A San Francisco- and Denver-based company is helping University of Colorado employees purchase homes through a down payment assistance program, and officials hope to extend those services to the Pikes Peak region by the end of this year.
CU officials this week announced a partnership with Landed, Inc., that will help employees buy homes in the developed, urban and near-urban regions of 11 Colorado counties: Denver, Arapahoe, Jefferson, Adams, Douglas, Boulder, Broomfield, Elbert, Park, Clear Creek and Gilpin, according to a Feb. 17 news release from CU.
The program is available to full-time CU employees — those who work at more than 20 hours per week— who can contribute as little as a 5 percent down payment.
“Rising housing costs in Colorado make it challenging for some of our employees to afford homes. This program will help them live in the communities they serve,” CU President Mark Kennedy said in the news release. “Our partnership with Landed will also help improve staff recruitment and retention by helping them make home ownership more accessible.”
All benefits-eligible, full-time faculty and staff who have worked in public education — either at CU or at another educational institution — for at least two years can use Landed’s down payment program, which CU says will not replace its Faculty Housing Assistance Program offered to tenured and tenure track faculty.
The program invests alongside CU employees to help them reach a 20 percent down payment on a new home, Ian Magruder, head of new markets partnerships and business development, told the Business Journal.
Landed’s funds, up to $120,000 per household, come in the form of an equity investment in which Landed gets a portion of the gain or loss of the home’s value once it is sold or refinanced, according to the news release.
“We essentially provide the bridge capital you need in order to get a 20 percent down payment up to $120,000,” Magruder said. “It’s not a loan, so unlike a traditional mortgage, it doesn’t have an interest rate and no monthly payment — we are simply co-investing in the home and making an assumption that over the long term, these homes will appreciate. Homebuyers in places like Boulder, Denver and Aurora will, in the long term … do well and share in part of that gain.”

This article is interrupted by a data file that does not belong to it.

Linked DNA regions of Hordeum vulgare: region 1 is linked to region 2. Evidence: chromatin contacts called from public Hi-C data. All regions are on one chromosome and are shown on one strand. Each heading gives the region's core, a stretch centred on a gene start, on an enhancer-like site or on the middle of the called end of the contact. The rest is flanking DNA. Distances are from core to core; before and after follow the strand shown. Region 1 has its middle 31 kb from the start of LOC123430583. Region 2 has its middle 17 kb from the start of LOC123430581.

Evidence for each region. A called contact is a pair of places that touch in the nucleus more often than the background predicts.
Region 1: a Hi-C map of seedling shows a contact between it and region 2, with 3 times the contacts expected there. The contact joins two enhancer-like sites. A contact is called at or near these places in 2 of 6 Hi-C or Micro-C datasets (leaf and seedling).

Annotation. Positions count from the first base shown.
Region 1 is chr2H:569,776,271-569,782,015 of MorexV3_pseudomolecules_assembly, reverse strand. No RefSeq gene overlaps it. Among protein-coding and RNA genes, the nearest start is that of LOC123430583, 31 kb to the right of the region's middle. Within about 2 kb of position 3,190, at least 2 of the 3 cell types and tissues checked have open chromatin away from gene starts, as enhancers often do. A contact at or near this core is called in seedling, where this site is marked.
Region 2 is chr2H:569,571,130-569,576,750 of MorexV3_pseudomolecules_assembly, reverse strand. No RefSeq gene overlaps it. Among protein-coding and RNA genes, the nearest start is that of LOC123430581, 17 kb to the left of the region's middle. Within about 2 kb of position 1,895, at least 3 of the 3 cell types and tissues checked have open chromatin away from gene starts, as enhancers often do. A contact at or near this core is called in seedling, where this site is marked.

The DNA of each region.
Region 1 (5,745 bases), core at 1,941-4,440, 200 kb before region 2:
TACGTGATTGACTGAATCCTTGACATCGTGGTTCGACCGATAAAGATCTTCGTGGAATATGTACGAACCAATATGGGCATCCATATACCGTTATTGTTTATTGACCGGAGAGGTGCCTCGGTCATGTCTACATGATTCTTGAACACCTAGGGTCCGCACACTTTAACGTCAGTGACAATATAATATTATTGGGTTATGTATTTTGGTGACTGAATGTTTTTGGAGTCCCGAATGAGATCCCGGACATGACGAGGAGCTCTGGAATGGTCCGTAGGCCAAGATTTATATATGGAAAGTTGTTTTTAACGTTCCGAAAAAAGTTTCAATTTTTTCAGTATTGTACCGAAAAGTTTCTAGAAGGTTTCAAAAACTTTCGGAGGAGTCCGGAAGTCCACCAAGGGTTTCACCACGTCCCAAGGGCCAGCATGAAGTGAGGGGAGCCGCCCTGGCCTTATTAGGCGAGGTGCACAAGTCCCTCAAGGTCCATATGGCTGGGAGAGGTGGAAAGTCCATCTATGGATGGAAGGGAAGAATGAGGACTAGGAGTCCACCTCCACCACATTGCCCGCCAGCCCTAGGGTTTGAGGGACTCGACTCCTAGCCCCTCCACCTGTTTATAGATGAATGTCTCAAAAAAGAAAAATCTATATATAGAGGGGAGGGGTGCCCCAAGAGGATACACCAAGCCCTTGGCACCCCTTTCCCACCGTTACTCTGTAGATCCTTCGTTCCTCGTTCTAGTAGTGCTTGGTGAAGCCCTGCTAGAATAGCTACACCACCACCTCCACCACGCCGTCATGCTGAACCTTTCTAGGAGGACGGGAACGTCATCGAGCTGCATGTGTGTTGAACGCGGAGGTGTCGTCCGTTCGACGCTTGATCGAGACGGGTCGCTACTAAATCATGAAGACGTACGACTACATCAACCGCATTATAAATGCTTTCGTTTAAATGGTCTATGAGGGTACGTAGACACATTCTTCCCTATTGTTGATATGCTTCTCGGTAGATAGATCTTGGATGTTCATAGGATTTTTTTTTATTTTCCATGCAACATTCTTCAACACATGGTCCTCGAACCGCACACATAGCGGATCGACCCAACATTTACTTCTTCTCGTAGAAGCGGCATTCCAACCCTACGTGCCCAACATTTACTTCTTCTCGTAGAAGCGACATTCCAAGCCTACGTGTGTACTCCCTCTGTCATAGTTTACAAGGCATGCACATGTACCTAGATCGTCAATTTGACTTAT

The goal is to help people get to 20 percent in order to avoid paying private mortgage insurance, Magruder said.
Landed, which has K-12 and higher education clients across the country, first established a Colorado presence in 2018, working with K-12 educators through partnerships with Denver Public Schools, Boulder Valley School District, Aurora Public Schools and others.
“Our mission is to help essential professionals,” Magruder said. “We think that teachers, nurses, firefighters, police — all the people who make communities work — are having a harder time building routes and being able to live in the communities they serve. We thought this was a really sustainable way of addressing the housing challenge and affordability challenge that so many of these folks face.”
To date, more than 50 Denver and Boulder area educators have purchased a home with Landed’s down payment program, and more than 1,000 have received homebuyer resources and educational materials, making Colorado Landed’s most successful region outside of California, according to the news release.
While El Paso County is the one University of Colorado campus location where the down payment program isn’t yet active, Magruder said it’s only a matter of time.
“[El Paso County] is another area where this program could work well,” he said. “It is just not currently included in the investment criteria we have at the moment. … It’s essentially the broader Denver and Boulder metro areas, and all the areas around every CU campus besides El Paso County right now.”
The organization hopes to open the program to El Paso County homebuyers by fall 2020.
“We are actively expanding the areas that we serve,” he said. “We’ve raised pretty substantial impact investment capital from both philanthropies that see us as a really sustainable approach to addressing the housing challenge long term and … increasingly pension funds are coming in and helping invest in this type of approach.”
Meanwhile, Magruder said, CU employees living in El Paso County can use Landed’s other services, which include building an expert team to help navigate homebuying options, competitive offer reviews, and homebuying education and guidance to help employees in education prepare for homeownership.
“That’s all available to any CU employee,” he said. “The down payment program is as well. You just couldn’t currently use it to buy a home in El Paso County. … We think, in our next investment round, we’ll be able to include El Paso County.”